4. Disable Password Protection for Your WordPress Directories
Tweaking your WordPress .htaccess file can enable you to implement several handy features. One of them is password-protecting your WordPress directories, which adds an extra layer of security beyond your Login page.
The problem is, password protection at this level doesn’t include a recovery process for your credentials. If you forget them, you’re locked out, unless you disable the feature entirely.
Disabling the credentials prompt is easy via FTP. You can either eliminate the password protection feature entirely or turn it off for the directory you want to access.
For the first method, you need to locate the .htaccess file within your WordPress root directory. Right-click on it and select the Edit option, which will open the file using your default text editor:
Then, look for a snippet of code that reads something like this:
ErrorDocument 401 /401.html AuthName "Secure Area" AuthType Basic AuthName "Password Protected Area" AuthUserFile /path/to/directory/.htpasswd Require valid-user
Deleting this snippet entirely will disable password protection for all your directories.
Additionally, every relevant directory should have a second file called .htpasswd. Deleting it will also remove password protection, but only for that specific folder.
Whichever approach you decide to take, try re-accessing your site once you make the necessary changes. If that doesn’t work, the source of your 401 error may lie higher up.
5. Contact Your Hosting Provider
If everything else fails and the 401 error persists for a while without resolving itself, your best bet is to get in touch with your hosting provider. At this stage, you’ve tried everything else, which means there may be a server-related issue causing the problem.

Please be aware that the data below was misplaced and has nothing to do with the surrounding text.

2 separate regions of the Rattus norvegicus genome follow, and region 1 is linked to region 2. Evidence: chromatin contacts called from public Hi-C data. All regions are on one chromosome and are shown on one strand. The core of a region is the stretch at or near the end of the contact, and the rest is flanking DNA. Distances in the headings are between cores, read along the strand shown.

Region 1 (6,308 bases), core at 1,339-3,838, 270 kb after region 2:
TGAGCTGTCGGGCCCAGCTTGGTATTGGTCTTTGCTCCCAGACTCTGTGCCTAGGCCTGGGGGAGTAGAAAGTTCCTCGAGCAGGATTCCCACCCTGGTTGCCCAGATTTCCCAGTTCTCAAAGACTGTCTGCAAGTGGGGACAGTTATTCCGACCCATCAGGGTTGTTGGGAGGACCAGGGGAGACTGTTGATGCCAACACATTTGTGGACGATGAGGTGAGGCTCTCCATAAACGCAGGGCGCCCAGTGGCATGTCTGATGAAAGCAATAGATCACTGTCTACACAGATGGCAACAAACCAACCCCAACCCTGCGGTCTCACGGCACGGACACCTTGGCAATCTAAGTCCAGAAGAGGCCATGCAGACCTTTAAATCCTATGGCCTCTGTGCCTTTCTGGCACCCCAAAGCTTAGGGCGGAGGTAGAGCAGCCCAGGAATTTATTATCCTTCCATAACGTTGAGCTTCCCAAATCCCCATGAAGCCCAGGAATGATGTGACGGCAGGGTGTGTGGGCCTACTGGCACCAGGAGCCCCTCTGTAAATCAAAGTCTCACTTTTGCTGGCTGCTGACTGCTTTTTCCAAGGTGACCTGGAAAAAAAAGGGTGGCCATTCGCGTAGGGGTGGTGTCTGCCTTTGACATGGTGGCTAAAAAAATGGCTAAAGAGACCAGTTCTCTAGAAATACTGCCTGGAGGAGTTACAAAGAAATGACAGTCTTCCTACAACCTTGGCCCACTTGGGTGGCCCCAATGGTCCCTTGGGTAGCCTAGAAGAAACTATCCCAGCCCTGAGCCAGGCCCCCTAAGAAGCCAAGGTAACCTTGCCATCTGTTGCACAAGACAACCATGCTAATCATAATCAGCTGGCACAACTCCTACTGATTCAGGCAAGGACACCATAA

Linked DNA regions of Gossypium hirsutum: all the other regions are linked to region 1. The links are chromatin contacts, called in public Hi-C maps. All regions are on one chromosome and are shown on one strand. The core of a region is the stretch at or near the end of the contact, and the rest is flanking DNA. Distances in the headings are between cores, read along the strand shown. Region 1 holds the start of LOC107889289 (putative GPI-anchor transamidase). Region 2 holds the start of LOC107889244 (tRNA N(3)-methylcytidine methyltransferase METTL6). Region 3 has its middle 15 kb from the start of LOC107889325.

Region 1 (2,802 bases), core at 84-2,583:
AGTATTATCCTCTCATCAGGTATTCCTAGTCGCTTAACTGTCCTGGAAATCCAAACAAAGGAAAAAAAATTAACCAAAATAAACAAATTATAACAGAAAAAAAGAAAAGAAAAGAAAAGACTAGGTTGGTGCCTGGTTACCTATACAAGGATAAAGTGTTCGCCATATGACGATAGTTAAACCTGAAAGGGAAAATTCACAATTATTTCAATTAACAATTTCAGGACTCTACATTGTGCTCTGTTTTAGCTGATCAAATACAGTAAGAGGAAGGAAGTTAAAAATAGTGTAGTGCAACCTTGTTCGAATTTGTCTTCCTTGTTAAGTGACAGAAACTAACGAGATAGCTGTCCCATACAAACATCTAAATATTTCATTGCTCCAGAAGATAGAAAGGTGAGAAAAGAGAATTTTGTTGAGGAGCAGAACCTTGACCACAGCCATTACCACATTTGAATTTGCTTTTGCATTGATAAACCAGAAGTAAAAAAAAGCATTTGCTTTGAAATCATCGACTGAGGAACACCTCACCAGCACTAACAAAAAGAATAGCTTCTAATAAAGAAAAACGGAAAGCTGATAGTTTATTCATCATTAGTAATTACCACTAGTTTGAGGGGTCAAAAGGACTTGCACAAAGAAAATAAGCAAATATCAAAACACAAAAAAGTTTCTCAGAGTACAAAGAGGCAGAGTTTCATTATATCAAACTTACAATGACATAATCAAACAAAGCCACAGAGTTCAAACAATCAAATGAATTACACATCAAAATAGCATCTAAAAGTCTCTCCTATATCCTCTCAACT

Your provider’s support team has access to better diagnostic tools, which means they can help you zero in on the cause of the issue. Tickets may take a while to process, however, which is why the smart move is to try troubleshooting the 401 error on your own first.
It’s not uncommon to run into errors in your day-to-day web browsing. Usually, it’s not a big deal. However, it becomes serious when the website that’s hitting you with a 401 error code is your own. Unless you manage to troubleshoot it, you may find yourself locked out for a prolonged period of time.
There are many ways to troubleshoot an HTTP 401 error on your WordPress site. Some of the most successful approaches include:
- Flushing your DNS records.
- Clearing your firewall and browser caches.
- Testing for conflicts between your WordPress plugins and theme.
- Disabling password protection for your WordPress directories.
- Contacting your hosting provider.
Do you have any questions about how to fix the 401 error in WordPress? Let’s go over them in the comments section below!
Article thumbnail image by Leremy / shutterstock.com
Thanks for sharing this helpful information. I didn’t know about 401 errors and how to resolve them? but after reading this article I understood everything about 401 issue.